Those on the left observed the adulation heaped on Hager, who was lionised at speaking engagements. They thrilled at the big turnouts attracted by Dotcom and his incongruous handmaiden, Laila Harré. And they deduced from all this that an unstoppable momentum was building, the inevitable result of which would be the unceremonious dispatch of the Key government.

They were wrong. It was a massive indulgence in wishful thinking, and it must have made the left’s defeat even more crushing psychologically.

Read more »

Good governance and the Labour Party – an oxymoron or a chance for their future

A guest post by Frances Denz.


 

Good Governance practice was initially developed in 1844 by Erskine May for the British Parliament and a bit later¬† in 1874 was adapted by Roberts in the US for their Government structures.¬† Since then “Roberts Rules” have become the model for governance both of parliamentary systems and for businesses.¬† These rules have been adapted over time by the Foundation formed by Roberts supporters.

A key rule of governance is who do the directors represent?  They represent the business or organisation.  Their job, as stewards, is to ensure that the organisation is governed for its own good.  Not for the shareholders, other stakeholders or the community as a whole.

Now this is really interesting in the governance of political parties and of Parliament themselves.

The Prime Minister and his Cabinet have stewardship over the whole country.¬† Not the Party: not sector interests: not their mates.¬† A political party has stewardship over the Party as a whole, not the country.¬† So where does that leave the Opposition? I submit that they are responsible to the country, as is the Governing party.¬† But the problem with the Labour Party is that their method of nominating their leader is by the sector interests having a vote – for their own interests.¬† And the Leader has been, by default, the Leader of the Party as well as the Leader¬† of the Political wing.¬† Two different roles. (and then you have the Leader of the House, just to complicate matters!) ¬†¬† Read more »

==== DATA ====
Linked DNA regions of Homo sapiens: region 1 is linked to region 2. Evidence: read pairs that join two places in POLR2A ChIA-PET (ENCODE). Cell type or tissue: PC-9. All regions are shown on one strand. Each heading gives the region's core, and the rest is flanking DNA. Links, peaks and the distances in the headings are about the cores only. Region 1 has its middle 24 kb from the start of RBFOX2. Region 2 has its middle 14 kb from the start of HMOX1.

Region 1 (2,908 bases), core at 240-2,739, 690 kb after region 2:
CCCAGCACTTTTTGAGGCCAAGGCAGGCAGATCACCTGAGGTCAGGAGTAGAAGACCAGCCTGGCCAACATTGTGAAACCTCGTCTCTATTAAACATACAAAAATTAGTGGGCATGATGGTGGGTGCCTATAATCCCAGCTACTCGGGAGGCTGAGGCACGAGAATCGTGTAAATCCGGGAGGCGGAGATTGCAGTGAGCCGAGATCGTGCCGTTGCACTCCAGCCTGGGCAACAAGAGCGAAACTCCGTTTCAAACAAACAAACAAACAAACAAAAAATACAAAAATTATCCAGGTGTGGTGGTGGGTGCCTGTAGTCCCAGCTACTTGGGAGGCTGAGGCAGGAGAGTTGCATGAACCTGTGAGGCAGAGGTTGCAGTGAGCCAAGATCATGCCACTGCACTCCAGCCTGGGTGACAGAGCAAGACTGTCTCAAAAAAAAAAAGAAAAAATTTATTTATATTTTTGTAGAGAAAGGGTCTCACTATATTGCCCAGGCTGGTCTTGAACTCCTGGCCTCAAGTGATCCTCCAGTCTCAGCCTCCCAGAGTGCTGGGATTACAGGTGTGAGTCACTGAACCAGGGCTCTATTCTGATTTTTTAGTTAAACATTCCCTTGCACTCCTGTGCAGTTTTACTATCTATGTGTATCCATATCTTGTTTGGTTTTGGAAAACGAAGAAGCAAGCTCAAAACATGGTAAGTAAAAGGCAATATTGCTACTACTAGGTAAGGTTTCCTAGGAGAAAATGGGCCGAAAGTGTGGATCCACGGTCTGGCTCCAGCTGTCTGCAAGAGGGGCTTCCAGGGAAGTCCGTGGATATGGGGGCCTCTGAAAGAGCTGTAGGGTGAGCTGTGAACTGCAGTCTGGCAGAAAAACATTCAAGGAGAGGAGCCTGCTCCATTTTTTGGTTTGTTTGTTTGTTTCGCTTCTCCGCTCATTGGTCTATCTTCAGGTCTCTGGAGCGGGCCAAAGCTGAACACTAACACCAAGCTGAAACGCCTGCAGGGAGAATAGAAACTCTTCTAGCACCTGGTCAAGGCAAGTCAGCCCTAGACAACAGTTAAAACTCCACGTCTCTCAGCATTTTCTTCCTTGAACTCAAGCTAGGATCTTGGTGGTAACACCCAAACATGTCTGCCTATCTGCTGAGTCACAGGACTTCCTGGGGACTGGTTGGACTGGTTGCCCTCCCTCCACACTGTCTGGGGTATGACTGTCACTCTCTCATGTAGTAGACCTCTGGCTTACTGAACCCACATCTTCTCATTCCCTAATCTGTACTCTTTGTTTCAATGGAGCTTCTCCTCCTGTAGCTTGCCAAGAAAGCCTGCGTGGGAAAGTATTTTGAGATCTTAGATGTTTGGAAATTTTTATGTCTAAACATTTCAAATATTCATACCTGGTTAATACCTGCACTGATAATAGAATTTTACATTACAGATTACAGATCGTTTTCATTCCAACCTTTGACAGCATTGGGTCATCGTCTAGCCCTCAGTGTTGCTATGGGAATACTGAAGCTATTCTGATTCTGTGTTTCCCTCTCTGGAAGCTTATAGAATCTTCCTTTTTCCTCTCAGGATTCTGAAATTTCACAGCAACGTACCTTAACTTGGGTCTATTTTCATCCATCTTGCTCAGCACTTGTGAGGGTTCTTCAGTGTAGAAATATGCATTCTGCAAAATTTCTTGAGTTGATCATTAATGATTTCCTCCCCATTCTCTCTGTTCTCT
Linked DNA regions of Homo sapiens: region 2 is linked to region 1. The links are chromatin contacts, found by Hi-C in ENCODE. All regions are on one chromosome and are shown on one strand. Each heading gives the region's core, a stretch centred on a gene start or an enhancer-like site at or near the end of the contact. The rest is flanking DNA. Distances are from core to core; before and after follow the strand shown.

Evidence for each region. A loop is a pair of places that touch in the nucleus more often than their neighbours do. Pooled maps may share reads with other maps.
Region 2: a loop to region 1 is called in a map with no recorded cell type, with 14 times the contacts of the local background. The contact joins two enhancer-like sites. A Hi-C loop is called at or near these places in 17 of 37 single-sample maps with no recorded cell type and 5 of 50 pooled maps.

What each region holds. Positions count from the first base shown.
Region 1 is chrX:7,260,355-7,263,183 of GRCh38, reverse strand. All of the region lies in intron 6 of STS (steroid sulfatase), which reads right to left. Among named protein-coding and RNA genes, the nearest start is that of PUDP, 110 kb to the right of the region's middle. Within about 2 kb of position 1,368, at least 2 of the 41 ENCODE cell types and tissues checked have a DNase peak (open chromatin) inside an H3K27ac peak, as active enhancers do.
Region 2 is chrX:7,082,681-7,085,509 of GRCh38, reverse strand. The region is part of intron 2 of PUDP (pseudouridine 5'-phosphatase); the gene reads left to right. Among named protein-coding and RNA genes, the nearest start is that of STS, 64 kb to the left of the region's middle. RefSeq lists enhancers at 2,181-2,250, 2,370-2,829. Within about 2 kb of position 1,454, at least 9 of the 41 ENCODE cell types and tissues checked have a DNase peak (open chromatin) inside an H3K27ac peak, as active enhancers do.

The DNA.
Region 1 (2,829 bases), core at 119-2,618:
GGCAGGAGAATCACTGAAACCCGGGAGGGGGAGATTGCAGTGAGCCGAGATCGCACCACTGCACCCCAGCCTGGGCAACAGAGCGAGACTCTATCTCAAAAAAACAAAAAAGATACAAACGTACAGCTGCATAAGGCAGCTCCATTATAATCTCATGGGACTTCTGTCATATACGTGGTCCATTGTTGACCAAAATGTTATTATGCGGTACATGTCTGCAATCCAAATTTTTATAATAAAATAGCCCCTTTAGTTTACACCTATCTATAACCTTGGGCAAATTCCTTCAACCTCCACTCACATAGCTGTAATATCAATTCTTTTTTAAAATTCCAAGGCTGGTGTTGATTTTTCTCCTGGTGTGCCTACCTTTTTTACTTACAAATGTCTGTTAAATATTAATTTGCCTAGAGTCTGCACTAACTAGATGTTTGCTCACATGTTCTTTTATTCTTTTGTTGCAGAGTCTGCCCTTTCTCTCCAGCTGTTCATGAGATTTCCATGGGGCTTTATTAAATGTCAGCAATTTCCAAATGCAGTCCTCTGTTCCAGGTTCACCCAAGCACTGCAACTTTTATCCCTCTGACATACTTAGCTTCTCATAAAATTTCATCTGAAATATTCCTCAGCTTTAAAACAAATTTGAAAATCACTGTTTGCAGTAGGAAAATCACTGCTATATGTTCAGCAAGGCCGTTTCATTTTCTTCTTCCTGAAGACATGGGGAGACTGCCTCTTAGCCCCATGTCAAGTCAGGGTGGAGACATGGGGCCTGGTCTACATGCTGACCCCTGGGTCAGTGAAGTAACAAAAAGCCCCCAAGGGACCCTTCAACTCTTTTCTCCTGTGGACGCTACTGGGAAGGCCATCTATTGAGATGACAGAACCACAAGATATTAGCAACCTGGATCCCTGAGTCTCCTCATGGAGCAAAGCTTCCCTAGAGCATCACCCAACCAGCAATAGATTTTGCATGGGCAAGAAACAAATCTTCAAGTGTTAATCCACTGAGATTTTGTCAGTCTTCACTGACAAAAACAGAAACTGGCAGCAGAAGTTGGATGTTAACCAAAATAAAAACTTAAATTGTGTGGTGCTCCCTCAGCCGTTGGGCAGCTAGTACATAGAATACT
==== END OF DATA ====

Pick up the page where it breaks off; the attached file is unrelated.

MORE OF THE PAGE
Guest Post – Thoughts on Labour

A reader and new commenter emails:

Dear Team,

I posted my first comment recently after a long time reading and enjoying the blog (as ‚ÄėReasoned and Rational‚Äô). Slowly getting drawn into the vortex ;-)

Some time ago I seem to recall an article which indicated that submissions from readers might be considered if of a suitable standard. I wonder if you’d read through my thoughts below and consider if it meets that standard? If so, please feel free to use it at some time when you have space. If you choose not to, no worries, it’s been fun getting it down in writing.

Best regards,

Reasoned and Rational


I grew up in home with a photo of Michael Joseph Savage on the mantel above the fireplace. My Dad was a working man, and the party ‚Äėwe‚Äô supported looked after the interests of the workers, ensured a fair deal from ‚Äėthe bosses‚Äô, was interested monitoring the terms and conditions of employment, and made sure that there was a safety net in the form of social welfare if something went wrong. Social welfare was to catch you if you fell, and support you until you were back on your feet again. You took personal responsibility for finding work and getting back into it as quickly as possible if circumstances changed.

In the house I grew up in there was a pride in working. My Dad was very unhappy when once I mentioned University as an idea. ‚ÄúThat‚Äôs just for those that can‚Äôt work, boffins and the sons of the bosses‚ÄĚ I recall him saying. That certainly didn‚Äôt mean that education wasn‚Äôt valued, and teachers were respected as providing the route to a better job for me than he‚Äôd managed.

Times were different. Unemployment was low. Rob Muldoon once half joked he knew all 70 odd registered unemployed by name. Yes, there were only 70! When I got my first job upon leaving school I was employed not because I was the best man for the job, but for the simple reason I was the only one to reply to the ad.

It was easy to change jobs. Give the boss the two fingered salute on a Friday night, read the ‚ÄėSits Vac‚Äô in Saturday‚Äôs Herald and there was a good chance by Tuesday or Wednesday you were starting a new gig. Management trainee jobs were good to get all round experience and were plentiful at the time and amongst many other things I got experience at the Otahuhu freezing works with Hellabys and a timber yard with Henderson and Pollard.

My first five elections were all votes cast for Labour, as much out of habit and conditioning as anything else. I was more interested in what was happening on Saturday night than the long term future of the country.

By the end of that fifth election though, I was out the other end of an apprenticeship, married and watching the sense of disbelief and betrayal that the Lange/Douglas Labour government wrought on my father. He never cast another vote for Labour as long as he lived. He could never vote National so he became one of Winston‚Äôs supporters. ¬† ¬† Read more »